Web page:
Wednesday, June 12, 2013

Happy Birthday, West-Park


Like I said, things on the steps have deteriorated since the Sergeant went AWOL. Cardboard beds, too many cigarette butts, general disorder. Someone has left a box of kosher bagels.

I hear noise. Open the doors. As if out of nowhere, Sergeant Keith, Anna and puppy have appeared. Anna takes the sweeping equipment and gets to work. The Sergeant has stories.  Seems there’s division in the ranks of the lost patrol. But mainly, he feels like it’s time to move on. He’s got an appointment about an apartment later today. Look, he says,the steps were a landing strip. A place to touch down. A home. But I have to use these steps to step up, I need to step up, get  a life again. I shake his hand. That’s why we’re here. And like a whirlwind, he spins into action, picking up everything in sight and the steps are clean again. 

Inside, Karen is at the piano. Playing. Singing. Sorry she missed my son nate’s friends from Hawaii.  

Bill Skeritt, a pastor from Rhode Island has come in. He looks vaguely familiar. Ten years ago he brought a youth group here for a summer work camp.  Looking for a place again. I explain about the showers. The busted pipe. The water damage. The landmarking....well, ten years of history. You mean they landmarked you and they didn’t give you the money to.....Sigh. Yes....I direct him to SPSA. Pastor Heidi at Trinity is another option. Or Alistair at West End. Sorry we can’t accommodate. No showers. 

The man from the energy company keeps coming back. Persistent he is.

Long, frustrating negotiation conference call, leaves me depressed. Talking with Stephen and Cara in the chapel. Got to keep our work moving forward. Contractors coming. I look up, see the word that looks like blood again. I really want to know what that says....
Well, if it’s lead paint, you never will..., he says. 
It’s a distraction, but I want to know...How many quotes are there? Will it disappear before I get a chance to know?  That’s a monkey wrench, says Stephen. 

Look at my watch. Running out of time. My clergy friends coming soon. Need to run out, get wine and cheese and grapes and crackers and tablecloths and...When I get back, Danielle is here and we get it done.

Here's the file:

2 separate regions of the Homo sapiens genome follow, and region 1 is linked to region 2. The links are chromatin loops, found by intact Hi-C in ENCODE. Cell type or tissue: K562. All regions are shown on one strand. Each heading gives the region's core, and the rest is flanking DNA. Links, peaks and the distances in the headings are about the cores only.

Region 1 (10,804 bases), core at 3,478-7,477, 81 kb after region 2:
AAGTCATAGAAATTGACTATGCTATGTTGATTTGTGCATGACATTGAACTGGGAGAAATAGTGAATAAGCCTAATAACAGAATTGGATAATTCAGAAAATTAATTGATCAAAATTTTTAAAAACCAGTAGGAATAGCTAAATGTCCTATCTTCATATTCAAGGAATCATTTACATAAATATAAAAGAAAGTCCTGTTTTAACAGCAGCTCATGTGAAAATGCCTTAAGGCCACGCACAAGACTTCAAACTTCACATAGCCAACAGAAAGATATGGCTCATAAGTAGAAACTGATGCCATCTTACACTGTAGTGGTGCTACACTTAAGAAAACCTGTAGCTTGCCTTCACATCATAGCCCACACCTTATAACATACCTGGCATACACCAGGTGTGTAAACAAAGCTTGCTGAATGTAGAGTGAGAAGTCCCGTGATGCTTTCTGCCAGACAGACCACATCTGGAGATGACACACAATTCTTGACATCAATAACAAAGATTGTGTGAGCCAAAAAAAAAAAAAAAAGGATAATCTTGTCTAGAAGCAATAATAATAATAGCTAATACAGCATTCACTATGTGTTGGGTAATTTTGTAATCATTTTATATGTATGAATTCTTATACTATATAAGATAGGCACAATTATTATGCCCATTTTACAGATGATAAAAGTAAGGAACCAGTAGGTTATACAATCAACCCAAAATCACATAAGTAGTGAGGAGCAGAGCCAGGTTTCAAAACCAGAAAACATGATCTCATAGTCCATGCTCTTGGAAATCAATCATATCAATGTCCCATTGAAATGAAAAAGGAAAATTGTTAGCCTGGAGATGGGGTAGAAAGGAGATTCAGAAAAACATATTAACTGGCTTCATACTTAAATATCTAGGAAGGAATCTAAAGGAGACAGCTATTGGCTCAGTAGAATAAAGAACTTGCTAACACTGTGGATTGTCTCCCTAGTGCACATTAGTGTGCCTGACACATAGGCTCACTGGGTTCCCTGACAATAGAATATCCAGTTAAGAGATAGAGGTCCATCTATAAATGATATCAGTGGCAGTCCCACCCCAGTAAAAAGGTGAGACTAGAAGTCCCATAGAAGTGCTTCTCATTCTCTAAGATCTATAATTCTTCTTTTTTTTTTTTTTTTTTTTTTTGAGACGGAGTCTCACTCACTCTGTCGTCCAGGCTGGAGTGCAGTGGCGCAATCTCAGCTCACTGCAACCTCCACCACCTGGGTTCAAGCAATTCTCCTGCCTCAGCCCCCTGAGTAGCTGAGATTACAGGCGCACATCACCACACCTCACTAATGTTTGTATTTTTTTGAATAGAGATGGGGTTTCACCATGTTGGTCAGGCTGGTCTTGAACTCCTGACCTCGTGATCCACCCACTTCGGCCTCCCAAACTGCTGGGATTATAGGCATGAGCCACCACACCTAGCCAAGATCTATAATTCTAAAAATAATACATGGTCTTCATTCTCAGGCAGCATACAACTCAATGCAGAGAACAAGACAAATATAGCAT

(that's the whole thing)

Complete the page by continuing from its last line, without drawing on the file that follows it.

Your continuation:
My colleagues are slow in arriving. I giv them a brief guided tour of our sanctuary.We talk about what’s missing in seminary education, since we’ve got three seminarians with us. (Including Yale, my school...)And we decide family systems theory, community organizing and basic economics. They now seem to be getting family systems, but CO, no.

We talk more. Heidi was a long time organizer in South Bronx Churches (IAF) . We talk about why it’s been so hard here, on the Upper West Side. Gentrification divides community coherence. We talk about thSweat Shop Free campaign, our frustrations around basic organizing principles. For all our issues with the Industrial Areas Foundation, there is discipline. A praxis that works....And we all agree, relationships are the basis of all successful organizing, not issues. 

And then we talk about the emerging arena of food justice.I talk about how there are three entry points: production (E.G., the Immokalee tomato growers, other farmworkers), distribution (Sweat shop campaign, food workers) and consumption, where we choose to eat, purchase food, etc. You can jump in anywhere. Ultimately it gets into everything from seeds (Monsanto) to corn dependence to...There is a flash of excitement....

I remember that today is a fitting time to gather. West-Park’s 102nd birthday. Lots of Facebook birthday wishes....

It’s time to head to a Presbytery meeting. There I will learn that Alan Thompson has died. He was my teacher at Yale. Allowed me to do two major independent study projects. Introduced me to real leftist politics. Later, he would preach my first installation in Tulsa. Our church  had sponsored his southeast Asian mission work, where he was radicalized. At one point, he was hounded by the government and was later all  but homeless in New York City.  There’s a lot more I don’t know. But I will remember him.

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